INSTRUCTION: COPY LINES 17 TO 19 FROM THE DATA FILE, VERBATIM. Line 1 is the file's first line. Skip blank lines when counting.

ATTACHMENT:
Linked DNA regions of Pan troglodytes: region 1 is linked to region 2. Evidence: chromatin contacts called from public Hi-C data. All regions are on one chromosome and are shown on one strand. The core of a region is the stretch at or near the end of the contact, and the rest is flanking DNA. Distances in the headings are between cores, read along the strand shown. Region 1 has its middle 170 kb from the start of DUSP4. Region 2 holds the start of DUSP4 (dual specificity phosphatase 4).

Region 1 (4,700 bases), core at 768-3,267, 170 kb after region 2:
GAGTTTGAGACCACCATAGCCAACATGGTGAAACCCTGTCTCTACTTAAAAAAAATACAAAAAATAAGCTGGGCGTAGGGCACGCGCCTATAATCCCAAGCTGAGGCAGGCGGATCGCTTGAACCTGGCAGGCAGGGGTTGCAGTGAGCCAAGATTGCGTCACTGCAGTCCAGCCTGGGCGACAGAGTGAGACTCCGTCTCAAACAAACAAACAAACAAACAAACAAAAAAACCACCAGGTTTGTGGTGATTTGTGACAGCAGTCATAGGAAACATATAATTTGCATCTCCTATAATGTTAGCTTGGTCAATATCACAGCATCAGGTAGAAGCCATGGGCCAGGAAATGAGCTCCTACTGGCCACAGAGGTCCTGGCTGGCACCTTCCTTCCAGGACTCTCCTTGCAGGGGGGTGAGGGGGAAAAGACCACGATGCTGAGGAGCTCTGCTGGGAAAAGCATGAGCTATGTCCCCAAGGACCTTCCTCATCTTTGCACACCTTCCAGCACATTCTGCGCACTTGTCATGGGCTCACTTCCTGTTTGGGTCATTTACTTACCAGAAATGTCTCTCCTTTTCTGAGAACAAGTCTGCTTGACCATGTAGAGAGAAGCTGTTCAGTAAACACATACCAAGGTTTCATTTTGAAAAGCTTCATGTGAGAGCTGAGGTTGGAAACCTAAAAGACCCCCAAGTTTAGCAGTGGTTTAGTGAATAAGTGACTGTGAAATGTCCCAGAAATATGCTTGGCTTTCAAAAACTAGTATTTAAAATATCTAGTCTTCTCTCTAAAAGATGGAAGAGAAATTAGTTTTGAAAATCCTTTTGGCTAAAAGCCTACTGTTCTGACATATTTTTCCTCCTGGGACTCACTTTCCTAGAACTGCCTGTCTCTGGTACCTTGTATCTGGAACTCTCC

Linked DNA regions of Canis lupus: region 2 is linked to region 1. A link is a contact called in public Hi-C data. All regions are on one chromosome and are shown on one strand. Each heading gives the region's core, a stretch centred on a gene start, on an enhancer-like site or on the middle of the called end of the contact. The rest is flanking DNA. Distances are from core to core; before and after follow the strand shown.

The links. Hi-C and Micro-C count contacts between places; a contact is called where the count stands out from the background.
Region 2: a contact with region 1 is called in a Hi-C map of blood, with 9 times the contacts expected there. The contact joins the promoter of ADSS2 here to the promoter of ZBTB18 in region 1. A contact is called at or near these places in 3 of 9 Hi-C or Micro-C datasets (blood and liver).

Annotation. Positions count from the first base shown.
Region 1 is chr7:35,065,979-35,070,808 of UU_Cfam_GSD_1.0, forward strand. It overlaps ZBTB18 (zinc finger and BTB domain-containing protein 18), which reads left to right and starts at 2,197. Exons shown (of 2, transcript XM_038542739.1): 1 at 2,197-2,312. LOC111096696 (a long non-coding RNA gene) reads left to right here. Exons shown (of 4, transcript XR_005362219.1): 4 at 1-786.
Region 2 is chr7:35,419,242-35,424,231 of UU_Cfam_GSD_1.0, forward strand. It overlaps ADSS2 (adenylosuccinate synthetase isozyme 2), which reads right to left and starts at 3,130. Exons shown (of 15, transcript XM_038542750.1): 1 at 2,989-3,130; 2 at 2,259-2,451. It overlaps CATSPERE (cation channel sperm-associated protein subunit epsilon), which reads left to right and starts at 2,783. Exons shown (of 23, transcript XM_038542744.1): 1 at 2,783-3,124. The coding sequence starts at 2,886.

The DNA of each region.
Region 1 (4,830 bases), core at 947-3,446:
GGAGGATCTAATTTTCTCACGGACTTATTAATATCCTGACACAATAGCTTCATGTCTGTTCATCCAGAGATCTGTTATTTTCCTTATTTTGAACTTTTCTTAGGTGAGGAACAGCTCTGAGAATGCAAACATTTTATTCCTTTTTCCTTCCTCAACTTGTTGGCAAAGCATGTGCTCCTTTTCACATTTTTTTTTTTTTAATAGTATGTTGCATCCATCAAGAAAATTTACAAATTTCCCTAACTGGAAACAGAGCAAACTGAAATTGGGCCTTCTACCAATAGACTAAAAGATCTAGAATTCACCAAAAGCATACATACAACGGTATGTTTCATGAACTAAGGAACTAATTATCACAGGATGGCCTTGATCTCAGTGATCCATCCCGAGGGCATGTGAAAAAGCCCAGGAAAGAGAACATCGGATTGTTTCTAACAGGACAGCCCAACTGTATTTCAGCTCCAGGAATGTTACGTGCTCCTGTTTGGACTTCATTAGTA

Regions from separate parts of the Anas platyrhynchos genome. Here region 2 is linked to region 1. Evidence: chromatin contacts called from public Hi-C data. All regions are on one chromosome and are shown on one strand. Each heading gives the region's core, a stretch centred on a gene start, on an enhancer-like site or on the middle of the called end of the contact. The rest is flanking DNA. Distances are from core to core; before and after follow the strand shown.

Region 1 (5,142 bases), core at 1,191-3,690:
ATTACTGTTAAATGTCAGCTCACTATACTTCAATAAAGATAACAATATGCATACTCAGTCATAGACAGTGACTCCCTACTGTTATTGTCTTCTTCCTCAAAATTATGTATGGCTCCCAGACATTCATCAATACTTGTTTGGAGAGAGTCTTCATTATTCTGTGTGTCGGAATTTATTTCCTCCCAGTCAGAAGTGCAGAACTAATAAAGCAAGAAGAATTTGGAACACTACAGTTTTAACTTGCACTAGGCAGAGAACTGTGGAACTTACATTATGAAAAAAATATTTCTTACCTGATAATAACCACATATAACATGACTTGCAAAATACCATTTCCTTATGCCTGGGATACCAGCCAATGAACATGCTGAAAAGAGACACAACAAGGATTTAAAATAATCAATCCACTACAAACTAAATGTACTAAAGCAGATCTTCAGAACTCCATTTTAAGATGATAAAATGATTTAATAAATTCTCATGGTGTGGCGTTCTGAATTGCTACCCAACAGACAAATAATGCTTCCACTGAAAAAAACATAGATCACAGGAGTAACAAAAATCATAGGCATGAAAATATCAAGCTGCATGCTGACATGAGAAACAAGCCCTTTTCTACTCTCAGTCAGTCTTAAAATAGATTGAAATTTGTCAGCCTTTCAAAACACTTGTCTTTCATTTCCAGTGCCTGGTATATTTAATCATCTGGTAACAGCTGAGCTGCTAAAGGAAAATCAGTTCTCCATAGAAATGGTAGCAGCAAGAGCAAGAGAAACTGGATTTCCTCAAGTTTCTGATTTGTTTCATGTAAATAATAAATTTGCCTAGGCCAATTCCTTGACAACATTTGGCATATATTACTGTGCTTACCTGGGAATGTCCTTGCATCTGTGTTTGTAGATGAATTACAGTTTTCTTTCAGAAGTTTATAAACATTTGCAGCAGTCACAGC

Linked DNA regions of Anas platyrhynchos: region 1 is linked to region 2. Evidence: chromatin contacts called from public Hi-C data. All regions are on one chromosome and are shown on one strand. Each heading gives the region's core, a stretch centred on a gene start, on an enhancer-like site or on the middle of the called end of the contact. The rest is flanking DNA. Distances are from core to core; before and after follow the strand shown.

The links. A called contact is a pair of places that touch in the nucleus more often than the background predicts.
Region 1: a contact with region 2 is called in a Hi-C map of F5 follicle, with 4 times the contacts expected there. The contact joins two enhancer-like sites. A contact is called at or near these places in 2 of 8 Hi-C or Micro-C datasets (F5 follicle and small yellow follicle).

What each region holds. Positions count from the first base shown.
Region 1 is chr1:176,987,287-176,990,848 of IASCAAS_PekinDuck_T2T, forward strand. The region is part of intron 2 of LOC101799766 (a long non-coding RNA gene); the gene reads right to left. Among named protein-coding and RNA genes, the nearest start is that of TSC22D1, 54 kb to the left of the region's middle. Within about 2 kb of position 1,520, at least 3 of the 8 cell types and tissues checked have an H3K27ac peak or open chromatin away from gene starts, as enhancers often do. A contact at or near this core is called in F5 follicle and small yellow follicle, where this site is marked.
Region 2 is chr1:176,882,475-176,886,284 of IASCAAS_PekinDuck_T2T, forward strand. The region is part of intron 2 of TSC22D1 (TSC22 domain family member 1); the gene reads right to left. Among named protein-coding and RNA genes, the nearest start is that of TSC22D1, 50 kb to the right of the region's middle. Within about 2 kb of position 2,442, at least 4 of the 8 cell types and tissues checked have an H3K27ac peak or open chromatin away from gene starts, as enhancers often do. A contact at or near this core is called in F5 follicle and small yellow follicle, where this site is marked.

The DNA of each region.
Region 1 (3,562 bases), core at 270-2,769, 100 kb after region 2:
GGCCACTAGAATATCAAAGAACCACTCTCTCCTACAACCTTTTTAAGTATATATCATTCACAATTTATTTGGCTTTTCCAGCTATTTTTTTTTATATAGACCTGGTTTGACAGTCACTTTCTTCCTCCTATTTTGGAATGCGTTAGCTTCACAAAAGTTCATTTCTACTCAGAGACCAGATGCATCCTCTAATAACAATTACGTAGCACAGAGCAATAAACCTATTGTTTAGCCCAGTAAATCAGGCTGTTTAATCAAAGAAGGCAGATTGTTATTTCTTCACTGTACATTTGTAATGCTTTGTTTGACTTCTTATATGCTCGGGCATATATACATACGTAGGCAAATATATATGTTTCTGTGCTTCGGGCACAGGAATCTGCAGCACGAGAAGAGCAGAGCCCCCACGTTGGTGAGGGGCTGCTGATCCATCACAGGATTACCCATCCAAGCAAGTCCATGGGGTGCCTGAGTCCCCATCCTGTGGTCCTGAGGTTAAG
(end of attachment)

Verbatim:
The links. A called contact is a pair of places that touch in the nucleus more often than the background predicts.
Region 1: a contact with region 2 is called in a Hi-C map of F5 follicle, with 4 times the contacts expected there. The contact joins two enhancer-like sites. A contact is called at or near these places in 2 of 8 Hi-C or Micro-C datasets (F5 follicle and small yellow follicle).

What each region holds. Positions count from the first base shown.